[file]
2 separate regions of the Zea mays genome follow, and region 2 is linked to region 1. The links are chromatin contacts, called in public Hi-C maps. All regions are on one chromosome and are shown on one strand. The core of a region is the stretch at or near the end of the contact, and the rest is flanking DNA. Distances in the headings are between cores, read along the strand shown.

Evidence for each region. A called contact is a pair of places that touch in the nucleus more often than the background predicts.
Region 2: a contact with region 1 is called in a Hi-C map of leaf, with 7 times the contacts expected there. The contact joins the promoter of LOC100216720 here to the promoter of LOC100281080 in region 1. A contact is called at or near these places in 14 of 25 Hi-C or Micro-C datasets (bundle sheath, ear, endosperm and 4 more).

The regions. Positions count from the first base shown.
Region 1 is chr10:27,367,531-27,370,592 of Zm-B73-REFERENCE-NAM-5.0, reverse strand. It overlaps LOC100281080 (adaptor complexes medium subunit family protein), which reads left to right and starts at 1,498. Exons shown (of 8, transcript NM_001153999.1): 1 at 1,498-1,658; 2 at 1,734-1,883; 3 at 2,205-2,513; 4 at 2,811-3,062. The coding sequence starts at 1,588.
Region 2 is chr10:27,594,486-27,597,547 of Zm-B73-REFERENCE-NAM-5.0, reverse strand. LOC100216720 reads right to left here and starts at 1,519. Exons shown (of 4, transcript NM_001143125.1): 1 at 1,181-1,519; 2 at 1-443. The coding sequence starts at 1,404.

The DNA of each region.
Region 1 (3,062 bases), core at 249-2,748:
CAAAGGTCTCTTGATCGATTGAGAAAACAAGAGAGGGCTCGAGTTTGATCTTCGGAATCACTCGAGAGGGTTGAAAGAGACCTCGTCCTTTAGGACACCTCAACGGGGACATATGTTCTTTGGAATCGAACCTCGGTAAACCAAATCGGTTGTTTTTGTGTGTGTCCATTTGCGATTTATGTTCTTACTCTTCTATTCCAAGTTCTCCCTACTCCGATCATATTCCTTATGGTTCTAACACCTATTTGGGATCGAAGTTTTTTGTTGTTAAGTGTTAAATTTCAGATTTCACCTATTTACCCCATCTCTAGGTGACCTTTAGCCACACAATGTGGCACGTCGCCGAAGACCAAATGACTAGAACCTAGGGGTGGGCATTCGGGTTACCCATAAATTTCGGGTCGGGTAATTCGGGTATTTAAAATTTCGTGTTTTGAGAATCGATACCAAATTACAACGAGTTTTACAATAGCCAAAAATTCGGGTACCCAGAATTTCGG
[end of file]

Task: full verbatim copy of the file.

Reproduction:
2 separate regions of the Zea mays genome follow, and region 2 is linked to region 1. The links are chromatin contacts, called in public Hi-C maps. All regions are on one chromosome and are shown on one strand. The core of a region is the stretch at or near the end of the contact, and the rest is flanking DNA. Distances in the headings are between cores, read along the strand shown.

Evidence for each region. A called contact is a pair of places that touch in the nucleus more often than the background predicts.
Region 2: a contact with region 1 is called in a Hi-C map of leaf, with 7 times the contacts expected there. The contact joins the promoter of LOC100216720 here to the promoter of LOC100281080 in region 1. A contact is called at or near these places in 14 of 25 Hi-C or Micro-C datasets (bundle sheath, ear, endosperm and 4 more).

The regions. Positions count from the first base shown.
Region 1 is chr10:27,367,531-27,370,592 of Zm-B73-REFERENCE-NAM-5.0, reverse strand. It overlaps LOC100281080 (adaptor complexes medium subunit family protein), which reads left to right and starts at 1,498. Exons shown (of 8, transcript NM_001153999.1): 1 at 1,498-1,658; 2 at 1,734-1,883; 3 at 2,205-2,513; 4 at 2,811-3,062. The coding sequence starts at 1,588.
Region 2 is chr10:27,594,486-27,597,547 of Zm-B73-REFERENCE-NAM-5.0, reverse strand. LOC100216720 reads right to left here and starts at 1,519. Exons shown (of 4, transcript NM_001143125.1): 1 at 1,181-1,519; 2 at 1-443. The coding sequence starts at 1,404.

The DNA of each region.
Region 1 (3,062 bases), core at 249-2,748:
CAAAGGTCTCTTGATCGATTGAGAAAACAAGAGAGGGCTCGAGTTTGATCTTCGGAATCACTCGAGAGGGTTGAAAGAGACCTCGTCCTTTAGGACACCTCAACGGGGACATATGTTCTTTGGAATCGAACCTCGGTAAACCAAATCGGTTGTTTTTGTGTGTGTCCATTTGCGATTTATGTTCTTACTCTTCTATTCCAAGTTCTCCCTACTCCGATCATATTCCTTATGGTTCTAACACCTATTTGGGATCGAAGTTTTTTGTTGTTAAGTGTTAAATTTCAGATTTCACCTATTTACCCCATCTCTAGGTGACCTTTAGCCACACAATGTGGCACGTCGCCGAAGACCAAATGACTAGAACCTAGGGGTGGGCATTCGGGTTACCCATAAATTTCGGGTCGGGTAATTCGGGTATTTAAAATTTCGTGTTTTGAGAATCGATACCAAATTACAACGAGTTTTACAATAGCCAAAAATTCGGGTACCCAGAATTTCGG